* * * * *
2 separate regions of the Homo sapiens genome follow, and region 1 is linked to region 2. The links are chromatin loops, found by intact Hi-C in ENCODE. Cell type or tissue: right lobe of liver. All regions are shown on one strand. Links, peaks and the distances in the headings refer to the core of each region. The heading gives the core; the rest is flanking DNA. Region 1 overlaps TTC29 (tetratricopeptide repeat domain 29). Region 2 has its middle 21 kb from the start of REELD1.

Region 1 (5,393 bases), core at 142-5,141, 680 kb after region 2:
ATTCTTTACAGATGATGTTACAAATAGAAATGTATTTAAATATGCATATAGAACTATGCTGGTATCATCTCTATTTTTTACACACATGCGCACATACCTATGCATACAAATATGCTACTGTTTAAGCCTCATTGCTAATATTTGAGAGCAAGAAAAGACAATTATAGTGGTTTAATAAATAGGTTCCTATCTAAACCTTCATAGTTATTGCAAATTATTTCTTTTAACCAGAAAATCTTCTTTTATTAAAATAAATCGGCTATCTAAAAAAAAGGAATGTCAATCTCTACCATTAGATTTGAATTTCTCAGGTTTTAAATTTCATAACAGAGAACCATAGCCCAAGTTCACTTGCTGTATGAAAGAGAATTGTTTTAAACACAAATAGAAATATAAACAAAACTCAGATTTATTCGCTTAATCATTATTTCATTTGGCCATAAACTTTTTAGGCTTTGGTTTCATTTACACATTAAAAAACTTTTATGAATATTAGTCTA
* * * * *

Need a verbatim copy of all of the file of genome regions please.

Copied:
2 separate regions of the Homo sapiens genome follow, and region 1 is linked to region 2. The links are chromatin loops, found by intact Hi-C in ENCODE. Cell type or tissue: right lobe of liver. All regions are shown on one strand. Links, peaks and the distances in the headings refer to the core of each region. The heading gives the core; the rest is flanking DNA. Region 1 overlaps TTC29 (tetratricopeptide repeat domain 29). Region 2 has its middle 21 kb from the start of REELD1.

Region 1 (5,393 bases), core at 142-5,141, 680 kb after region 2:
ATTCTTTACAGATGATGTTACAAATAGAAATGTATTTAAATATGCATATAGAACTATGCTGGTATCATCTCTATTTTTTACACACATGCGCACATACCTATGCATACAAATATGCTACTGTTTAAGCCTCATTGCTAATATTTGAGAGCAAGAAAAGACAATTATAGTGGTTTAATAAATAGGTTCCTATCTAAACCTTCATAGTTATTGCAAATTATTTCTTTTAACCAGAAAATCTTCTTTTATTAAAATAAATCGGCTATCTAAAAAAAAGGAATGTCAATCTCTACCATTAGATTTGAATTTCTCAGGTTTTAAATTTCATAACAGAGAACCATAGCCCAAGTTCACTTGCTGTATGAAAGAGAATTGTTTTAAACACAAATAGAAATATAAACAAAACTCAGATTTATTCGCTTAATCATTATTTCATTTGGCCATAAACTTTTTAGGCTTTGGTTTCATTTACACATTAAAAAACTTTTATGAATATTAGTCTA